I've spoken to countless managers who have described a similar experience after sending their employees to customer service training. They observe a temporary bump in motivation and performance followed by a gradual settling down back to pre-training service levels. When this happens, the training might make everyone feel good in the short-term, but over the long-run it proves to be a waste of time and money if it doesn't help the team measurably improve their performance.
If you've experienced this challenge, a simple fix might be moving the training program's start and finish line to their proper place.
The Start Line
It's hard to find something if you don't know what you are looking for, or even why you are looking for it. However, this is what happens when employees attend a customer service training class without having done any pre-work or preparation. In the worst scenarios, employees may even regard the training as unnecessary or even a punishment if they don't have an understanding of what new skills they are supposed to learn or how it will help them provide better service.
The solution is to move the start line back a bit to include adequate time for preparation. Employees should be able to answer three basic questions by the time they arrive for the class:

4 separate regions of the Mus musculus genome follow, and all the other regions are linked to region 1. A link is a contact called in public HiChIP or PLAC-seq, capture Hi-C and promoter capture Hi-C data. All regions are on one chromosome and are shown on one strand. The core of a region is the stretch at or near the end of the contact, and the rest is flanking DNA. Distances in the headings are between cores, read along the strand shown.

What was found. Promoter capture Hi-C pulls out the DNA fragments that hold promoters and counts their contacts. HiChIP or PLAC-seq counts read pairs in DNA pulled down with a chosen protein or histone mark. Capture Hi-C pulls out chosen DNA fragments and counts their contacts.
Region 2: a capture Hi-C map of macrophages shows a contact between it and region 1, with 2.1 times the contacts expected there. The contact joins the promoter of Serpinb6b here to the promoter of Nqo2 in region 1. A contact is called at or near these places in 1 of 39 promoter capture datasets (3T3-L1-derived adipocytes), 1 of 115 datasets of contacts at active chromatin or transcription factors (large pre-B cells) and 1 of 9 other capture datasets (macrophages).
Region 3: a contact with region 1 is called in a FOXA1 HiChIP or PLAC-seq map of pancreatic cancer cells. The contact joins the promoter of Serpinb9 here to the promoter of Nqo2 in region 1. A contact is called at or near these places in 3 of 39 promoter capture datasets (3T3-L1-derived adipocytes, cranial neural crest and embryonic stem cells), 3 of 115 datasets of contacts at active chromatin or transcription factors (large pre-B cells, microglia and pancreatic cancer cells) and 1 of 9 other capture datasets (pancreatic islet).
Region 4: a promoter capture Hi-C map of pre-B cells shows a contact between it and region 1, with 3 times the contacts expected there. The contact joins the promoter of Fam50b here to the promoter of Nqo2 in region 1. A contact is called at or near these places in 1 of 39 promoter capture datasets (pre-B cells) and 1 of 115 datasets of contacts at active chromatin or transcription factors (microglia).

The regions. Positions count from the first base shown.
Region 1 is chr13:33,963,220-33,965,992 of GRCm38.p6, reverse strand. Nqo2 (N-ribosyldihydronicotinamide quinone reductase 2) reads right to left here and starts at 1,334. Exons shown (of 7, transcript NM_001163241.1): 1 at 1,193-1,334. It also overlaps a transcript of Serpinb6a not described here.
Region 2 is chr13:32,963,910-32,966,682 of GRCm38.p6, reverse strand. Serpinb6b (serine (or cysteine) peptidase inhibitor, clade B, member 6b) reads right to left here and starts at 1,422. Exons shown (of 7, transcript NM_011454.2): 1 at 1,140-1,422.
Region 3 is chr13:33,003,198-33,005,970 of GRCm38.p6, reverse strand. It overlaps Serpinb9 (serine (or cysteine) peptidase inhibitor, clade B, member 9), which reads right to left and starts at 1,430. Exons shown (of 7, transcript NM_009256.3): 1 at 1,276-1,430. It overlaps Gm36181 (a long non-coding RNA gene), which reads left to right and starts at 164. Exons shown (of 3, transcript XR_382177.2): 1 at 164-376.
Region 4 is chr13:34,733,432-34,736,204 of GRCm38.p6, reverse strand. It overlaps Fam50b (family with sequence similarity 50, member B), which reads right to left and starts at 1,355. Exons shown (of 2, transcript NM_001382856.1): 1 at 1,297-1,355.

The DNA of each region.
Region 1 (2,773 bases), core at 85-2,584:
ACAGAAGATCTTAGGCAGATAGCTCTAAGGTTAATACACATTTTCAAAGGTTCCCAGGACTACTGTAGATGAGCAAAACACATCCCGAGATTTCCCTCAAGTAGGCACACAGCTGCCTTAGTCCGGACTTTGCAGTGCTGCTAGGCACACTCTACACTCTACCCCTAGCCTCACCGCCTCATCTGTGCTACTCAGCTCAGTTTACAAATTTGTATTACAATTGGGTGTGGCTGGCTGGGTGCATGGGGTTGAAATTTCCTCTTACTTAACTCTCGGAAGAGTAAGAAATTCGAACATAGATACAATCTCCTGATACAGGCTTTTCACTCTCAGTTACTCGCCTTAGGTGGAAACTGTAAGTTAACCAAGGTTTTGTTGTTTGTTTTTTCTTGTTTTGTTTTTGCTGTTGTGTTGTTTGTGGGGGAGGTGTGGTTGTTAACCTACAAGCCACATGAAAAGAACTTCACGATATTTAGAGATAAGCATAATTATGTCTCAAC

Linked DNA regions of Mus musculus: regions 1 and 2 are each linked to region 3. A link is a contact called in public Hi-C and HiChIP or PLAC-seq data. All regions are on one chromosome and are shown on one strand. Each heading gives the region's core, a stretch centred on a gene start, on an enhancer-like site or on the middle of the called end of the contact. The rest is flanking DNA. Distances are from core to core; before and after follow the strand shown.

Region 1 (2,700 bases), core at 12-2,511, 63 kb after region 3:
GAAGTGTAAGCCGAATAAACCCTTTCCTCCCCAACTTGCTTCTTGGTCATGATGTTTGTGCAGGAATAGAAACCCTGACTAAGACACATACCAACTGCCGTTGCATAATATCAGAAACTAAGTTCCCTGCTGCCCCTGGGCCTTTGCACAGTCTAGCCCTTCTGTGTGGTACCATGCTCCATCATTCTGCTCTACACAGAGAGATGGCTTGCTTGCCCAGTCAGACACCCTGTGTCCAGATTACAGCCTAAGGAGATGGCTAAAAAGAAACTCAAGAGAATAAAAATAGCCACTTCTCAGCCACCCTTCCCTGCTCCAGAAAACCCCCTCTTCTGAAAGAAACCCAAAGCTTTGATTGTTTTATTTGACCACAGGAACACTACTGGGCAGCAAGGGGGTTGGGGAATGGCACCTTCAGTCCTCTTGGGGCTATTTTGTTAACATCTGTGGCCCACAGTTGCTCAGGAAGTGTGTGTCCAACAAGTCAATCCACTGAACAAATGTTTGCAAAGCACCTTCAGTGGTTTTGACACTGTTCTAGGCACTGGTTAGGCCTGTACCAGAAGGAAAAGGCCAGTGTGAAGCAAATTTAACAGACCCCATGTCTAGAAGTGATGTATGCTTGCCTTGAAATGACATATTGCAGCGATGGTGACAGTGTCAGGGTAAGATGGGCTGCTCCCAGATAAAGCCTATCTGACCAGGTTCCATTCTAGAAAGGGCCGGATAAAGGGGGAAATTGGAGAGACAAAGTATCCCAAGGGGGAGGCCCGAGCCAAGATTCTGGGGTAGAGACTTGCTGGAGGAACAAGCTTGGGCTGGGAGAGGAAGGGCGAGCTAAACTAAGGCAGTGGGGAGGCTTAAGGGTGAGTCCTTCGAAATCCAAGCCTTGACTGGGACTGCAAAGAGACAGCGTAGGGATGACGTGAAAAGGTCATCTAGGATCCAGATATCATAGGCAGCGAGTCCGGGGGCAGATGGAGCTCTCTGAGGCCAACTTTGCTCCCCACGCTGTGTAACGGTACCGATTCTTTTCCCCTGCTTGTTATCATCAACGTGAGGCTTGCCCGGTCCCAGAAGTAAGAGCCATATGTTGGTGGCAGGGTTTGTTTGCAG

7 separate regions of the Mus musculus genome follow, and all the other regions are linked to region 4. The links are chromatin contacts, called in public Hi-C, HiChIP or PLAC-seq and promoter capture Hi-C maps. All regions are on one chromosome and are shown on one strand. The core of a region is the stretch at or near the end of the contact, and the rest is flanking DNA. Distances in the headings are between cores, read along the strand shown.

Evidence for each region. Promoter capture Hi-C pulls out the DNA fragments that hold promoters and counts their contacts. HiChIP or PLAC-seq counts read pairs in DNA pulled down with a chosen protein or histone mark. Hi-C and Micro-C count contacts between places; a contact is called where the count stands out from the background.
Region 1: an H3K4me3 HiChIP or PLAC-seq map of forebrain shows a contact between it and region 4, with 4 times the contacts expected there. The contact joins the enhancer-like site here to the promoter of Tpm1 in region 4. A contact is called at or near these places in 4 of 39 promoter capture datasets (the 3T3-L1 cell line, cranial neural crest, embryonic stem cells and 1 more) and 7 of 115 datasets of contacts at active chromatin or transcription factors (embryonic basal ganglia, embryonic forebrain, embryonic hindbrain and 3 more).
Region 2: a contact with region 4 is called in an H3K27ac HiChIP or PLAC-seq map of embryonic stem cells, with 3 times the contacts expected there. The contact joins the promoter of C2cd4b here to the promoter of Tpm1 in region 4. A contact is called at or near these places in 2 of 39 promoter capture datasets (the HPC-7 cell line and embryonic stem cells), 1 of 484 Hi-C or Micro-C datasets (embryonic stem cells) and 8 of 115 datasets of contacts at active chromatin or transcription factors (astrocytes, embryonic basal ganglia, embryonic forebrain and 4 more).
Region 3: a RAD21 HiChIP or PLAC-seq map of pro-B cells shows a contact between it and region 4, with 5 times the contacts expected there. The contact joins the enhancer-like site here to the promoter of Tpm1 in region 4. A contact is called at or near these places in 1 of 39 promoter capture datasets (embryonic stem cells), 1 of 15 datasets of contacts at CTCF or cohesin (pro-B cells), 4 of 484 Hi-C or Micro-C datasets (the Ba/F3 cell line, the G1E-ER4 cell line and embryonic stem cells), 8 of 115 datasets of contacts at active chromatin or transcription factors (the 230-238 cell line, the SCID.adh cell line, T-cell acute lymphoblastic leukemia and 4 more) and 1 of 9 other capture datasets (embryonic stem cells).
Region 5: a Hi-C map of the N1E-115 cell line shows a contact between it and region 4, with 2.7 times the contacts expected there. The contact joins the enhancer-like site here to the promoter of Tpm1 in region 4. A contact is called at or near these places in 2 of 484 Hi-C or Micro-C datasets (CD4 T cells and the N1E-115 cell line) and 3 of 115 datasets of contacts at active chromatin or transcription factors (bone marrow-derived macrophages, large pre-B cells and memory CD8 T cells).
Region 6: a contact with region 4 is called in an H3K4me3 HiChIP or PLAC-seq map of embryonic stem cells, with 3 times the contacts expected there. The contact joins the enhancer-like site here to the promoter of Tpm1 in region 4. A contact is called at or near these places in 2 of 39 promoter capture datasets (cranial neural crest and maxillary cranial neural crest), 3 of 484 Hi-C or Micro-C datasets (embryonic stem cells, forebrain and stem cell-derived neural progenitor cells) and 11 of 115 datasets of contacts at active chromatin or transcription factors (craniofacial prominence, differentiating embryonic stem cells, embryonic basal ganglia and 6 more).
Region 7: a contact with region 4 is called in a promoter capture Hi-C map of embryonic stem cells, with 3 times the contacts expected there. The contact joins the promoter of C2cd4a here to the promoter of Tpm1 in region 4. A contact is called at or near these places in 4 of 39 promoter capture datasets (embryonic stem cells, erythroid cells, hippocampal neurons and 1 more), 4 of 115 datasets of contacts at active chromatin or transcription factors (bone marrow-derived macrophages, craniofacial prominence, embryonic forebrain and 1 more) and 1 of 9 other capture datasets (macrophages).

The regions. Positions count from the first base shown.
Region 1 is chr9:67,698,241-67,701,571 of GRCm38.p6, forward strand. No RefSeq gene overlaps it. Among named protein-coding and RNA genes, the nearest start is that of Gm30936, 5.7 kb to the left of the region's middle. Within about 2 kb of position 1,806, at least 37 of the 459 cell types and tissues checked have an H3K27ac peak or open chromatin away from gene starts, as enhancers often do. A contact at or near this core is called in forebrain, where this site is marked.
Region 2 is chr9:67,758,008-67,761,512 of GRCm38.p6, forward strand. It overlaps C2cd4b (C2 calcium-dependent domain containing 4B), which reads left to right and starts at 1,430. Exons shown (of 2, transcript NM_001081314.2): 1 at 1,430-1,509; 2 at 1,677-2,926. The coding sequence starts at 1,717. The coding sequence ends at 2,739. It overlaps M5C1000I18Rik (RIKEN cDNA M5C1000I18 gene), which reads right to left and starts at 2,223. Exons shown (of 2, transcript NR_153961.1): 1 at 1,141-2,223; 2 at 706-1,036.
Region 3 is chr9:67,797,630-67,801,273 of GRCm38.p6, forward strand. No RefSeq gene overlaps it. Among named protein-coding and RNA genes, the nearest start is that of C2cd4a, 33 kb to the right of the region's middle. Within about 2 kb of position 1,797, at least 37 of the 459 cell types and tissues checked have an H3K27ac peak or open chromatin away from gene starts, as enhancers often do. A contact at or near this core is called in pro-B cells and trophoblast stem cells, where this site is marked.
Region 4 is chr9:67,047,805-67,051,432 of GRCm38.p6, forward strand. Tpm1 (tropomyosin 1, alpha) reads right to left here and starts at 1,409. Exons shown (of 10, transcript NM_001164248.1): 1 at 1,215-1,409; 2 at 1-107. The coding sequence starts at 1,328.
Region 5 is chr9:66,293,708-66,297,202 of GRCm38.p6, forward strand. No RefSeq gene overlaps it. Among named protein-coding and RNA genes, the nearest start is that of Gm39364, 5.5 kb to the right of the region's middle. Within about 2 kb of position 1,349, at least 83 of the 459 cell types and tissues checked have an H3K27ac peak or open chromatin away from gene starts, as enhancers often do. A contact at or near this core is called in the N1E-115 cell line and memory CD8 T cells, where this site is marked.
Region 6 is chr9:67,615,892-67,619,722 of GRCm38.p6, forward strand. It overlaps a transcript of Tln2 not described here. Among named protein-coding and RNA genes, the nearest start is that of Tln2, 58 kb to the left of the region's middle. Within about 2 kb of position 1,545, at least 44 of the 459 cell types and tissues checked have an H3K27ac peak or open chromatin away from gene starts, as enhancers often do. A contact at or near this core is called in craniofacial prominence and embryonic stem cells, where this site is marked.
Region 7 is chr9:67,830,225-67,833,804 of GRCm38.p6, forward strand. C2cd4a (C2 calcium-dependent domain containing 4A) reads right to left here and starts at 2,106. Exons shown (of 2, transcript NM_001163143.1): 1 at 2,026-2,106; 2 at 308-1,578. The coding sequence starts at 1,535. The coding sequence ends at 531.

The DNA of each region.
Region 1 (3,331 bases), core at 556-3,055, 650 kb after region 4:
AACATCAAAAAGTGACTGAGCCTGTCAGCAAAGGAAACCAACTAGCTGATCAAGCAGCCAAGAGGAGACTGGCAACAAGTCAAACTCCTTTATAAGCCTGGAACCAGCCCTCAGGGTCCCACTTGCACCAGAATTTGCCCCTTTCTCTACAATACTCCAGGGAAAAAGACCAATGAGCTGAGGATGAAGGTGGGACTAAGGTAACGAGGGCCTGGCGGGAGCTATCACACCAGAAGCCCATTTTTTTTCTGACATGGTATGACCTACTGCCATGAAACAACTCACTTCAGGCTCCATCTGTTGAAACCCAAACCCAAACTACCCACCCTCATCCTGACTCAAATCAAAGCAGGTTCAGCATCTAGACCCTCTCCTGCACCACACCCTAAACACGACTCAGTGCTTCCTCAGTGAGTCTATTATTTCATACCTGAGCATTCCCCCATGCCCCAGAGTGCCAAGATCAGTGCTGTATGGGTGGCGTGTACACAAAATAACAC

- What is the training about?
- How will this class help me do my job?
- How can I apply what I learn back on the job?
The Finish Line
Learning new skills shouldn't be the end-game for customer service training. The real goal should be learning new skills that can be applied on the job to achieve better results. Unfortunately, too many customer service training initiatives end at the same time the class does. No support, no follow-up, and perhaps no further mention. When this happens, it's no wonder that employee performance quickly returns to pre-training levels.
The real finish line should be when the training program's goals have been achieved. This means building in post-training support and follow-up to help participants master the skills they learned in class and make adjustments as they continue their development. (It also means setting goals - learn more here.)
I often use a simple workshop planning tool to make sure the start and finish lines are in their proper place. I meet with project stakeholders and complete the worksheet before starting any training program and use it to help them prepare their employees for a successful class and create an action plan to reinforce learning once the workshop is complete.
You can also watch this short how-to video: